Handheld Optical Coherence Tomography Angiography and Ultra–Wide-Field Optical Coherence Tomography in Retinopathy of Prematurity
Retinopathy of prematurity (ROP) is a leading cause of childhood blindness worldwide. Optical coherence tomography (OCT) has improved the care of adults with vitreoretinal disease, and OCT angiography (OCTA) is demonstrating promise as a technique to visualize the retinal vasculature with lower risk and cost than fluorescein angiography. However, to date, there are no commercially available devices able to obtain ultra–wide-field OCT or OCTA images in neonates.Objective
To obtain ultra–wide-field OCT and OCTA images in neonates with ROP using a prototype handheld OCT and OCTA device.Design, Setting, and Participants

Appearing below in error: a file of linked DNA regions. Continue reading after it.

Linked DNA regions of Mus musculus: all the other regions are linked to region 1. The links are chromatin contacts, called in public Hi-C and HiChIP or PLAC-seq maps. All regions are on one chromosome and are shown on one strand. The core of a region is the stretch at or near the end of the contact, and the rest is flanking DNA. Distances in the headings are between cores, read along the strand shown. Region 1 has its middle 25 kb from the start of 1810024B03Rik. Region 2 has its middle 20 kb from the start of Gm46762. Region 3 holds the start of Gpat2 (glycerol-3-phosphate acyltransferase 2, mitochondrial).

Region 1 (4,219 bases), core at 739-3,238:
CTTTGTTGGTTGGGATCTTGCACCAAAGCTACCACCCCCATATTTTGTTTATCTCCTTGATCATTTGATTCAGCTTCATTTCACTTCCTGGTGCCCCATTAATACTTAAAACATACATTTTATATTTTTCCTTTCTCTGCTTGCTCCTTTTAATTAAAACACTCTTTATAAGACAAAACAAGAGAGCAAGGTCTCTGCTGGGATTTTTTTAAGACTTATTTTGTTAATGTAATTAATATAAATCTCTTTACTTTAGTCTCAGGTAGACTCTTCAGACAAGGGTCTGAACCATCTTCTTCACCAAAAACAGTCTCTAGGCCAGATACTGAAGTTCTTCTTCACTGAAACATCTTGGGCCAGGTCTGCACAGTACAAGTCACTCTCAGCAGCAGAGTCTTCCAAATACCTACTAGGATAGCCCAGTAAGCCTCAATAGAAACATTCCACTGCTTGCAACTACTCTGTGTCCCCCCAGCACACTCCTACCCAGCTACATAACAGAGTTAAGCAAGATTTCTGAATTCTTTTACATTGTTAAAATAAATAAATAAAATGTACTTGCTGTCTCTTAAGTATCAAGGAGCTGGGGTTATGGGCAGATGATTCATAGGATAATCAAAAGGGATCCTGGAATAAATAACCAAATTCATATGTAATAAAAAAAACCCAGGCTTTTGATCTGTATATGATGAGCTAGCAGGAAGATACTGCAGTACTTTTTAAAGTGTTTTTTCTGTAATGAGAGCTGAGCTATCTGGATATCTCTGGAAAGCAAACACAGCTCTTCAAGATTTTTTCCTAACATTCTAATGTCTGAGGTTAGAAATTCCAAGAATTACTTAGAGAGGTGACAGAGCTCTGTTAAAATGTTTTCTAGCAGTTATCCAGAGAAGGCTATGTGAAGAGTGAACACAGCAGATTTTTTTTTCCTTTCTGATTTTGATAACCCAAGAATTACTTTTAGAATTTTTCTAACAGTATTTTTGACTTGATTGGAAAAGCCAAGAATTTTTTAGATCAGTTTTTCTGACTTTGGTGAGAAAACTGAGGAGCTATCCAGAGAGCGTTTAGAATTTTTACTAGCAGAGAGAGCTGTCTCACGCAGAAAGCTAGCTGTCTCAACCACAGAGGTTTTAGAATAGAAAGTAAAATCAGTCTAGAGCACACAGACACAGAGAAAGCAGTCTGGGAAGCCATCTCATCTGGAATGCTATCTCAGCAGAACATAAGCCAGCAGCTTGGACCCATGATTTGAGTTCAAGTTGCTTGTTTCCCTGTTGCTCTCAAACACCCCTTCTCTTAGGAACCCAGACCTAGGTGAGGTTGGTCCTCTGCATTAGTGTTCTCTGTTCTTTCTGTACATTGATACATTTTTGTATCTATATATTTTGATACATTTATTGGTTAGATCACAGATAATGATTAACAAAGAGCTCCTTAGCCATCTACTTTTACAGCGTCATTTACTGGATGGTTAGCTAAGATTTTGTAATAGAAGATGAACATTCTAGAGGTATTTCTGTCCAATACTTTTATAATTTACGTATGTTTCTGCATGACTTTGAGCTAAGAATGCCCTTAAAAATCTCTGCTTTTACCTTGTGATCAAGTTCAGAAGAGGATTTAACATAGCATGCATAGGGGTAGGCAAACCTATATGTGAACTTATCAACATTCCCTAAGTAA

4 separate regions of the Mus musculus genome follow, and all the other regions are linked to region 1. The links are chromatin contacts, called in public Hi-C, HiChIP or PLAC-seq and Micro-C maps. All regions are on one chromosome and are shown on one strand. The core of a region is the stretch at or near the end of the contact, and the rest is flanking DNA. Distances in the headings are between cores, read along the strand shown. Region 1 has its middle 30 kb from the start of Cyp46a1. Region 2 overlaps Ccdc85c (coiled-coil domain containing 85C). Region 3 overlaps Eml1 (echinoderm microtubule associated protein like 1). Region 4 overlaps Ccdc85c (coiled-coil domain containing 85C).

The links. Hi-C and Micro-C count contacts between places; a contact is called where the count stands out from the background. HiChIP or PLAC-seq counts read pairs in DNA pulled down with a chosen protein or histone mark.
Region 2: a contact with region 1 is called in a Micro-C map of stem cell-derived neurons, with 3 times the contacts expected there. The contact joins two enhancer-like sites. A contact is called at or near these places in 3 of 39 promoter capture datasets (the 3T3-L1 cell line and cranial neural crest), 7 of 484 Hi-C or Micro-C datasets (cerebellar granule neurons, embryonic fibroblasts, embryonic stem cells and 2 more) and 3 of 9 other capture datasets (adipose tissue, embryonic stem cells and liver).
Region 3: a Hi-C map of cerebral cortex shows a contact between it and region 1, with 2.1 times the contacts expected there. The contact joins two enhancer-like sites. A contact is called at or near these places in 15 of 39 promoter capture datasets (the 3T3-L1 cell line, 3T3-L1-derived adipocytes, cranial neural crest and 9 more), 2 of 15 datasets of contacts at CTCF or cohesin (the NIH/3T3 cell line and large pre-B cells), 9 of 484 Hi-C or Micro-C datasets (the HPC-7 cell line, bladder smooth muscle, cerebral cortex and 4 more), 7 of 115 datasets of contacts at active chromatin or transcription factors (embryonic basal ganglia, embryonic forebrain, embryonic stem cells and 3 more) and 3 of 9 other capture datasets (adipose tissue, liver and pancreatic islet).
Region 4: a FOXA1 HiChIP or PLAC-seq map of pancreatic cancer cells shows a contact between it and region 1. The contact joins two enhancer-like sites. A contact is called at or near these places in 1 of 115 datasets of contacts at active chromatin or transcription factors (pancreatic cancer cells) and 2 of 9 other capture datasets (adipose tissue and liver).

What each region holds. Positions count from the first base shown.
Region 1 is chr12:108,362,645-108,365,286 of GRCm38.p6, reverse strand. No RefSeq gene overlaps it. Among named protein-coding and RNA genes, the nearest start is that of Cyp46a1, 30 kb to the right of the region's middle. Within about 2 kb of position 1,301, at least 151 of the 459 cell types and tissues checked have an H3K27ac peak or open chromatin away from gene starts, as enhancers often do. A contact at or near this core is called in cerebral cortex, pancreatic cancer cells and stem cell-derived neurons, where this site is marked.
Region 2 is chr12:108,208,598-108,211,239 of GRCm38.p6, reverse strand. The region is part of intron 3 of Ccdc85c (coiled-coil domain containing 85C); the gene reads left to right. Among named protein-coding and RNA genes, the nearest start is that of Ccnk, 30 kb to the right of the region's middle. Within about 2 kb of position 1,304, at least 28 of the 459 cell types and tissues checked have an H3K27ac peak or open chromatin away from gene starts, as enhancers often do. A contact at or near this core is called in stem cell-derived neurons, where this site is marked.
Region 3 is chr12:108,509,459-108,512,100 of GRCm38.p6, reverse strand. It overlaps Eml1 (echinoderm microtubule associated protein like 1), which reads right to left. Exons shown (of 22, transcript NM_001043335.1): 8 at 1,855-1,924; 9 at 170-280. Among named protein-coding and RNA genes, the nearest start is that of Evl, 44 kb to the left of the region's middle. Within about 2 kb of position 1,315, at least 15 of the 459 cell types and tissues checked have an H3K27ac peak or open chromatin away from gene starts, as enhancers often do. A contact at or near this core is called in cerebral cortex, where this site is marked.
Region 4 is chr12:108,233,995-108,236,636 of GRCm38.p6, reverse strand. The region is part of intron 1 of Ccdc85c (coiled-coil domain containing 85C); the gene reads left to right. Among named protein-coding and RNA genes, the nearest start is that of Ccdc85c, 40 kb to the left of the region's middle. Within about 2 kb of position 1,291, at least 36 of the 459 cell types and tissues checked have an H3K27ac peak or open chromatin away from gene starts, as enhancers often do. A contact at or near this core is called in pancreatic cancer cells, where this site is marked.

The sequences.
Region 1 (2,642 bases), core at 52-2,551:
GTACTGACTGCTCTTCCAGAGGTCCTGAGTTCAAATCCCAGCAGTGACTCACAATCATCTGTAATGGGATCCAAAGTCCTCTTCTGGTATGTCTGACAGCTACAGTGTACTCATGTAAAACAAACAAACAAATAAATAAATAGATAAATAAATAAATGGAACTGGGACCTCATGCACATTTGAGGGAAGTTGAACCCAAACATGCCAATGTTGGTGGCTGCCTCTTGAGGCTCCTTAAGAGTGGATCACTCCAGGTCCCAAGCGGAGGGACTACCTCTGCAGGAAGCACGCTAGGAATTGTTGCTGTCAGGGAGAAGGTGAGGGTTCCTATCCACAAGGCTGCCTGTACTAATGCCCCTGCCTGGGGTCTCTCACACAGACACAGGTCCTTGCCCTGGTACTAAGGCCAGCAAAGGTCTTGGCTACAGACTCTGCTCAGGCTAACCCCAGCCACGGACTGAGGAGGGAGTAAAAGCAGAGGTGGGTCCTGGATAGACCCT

This observational case series was conducted from March 1 to April 1, 2017, in an academic medical center among 4 neonates with ROP in the neonatal intensive care unit and in the operating room.Main Outcomes and Measures
Acquisition of wide-field OCT and OCTA images using a handheld prototype OCTA and ultra–wide-field OCT device.Results
Images were obtained from 4 neonates (1 girl and 3 boys; mean age, 38 weeks’ postmenstrual age [range, 34-43 weeks]) with various stages of ROP: 3 in the neonatal intensive care unit and 1 in the operating room. The system can obtain noncontact en face OCT images and horizontal line scans with an approximately 40° field of view and up to 100° (ultra–wide-field) using a contact lens–based approach in a single 2-second scan. In addition, 20° × 20° (approximately 4 × 4-mm) OCTA scans were obtained in patients with ROP in a single 2-second scan.Conclusions and Relevance
Optical coherence tomography and OCTA are gaining popularity in pediatric retinal imaging. This study reports on OCTA and ultra–wide-field OCT images in 4 neonates with various stages of ROP that were obtained using a prototype handheld device. Additional studies will be needed to prove the clinical value of this technology.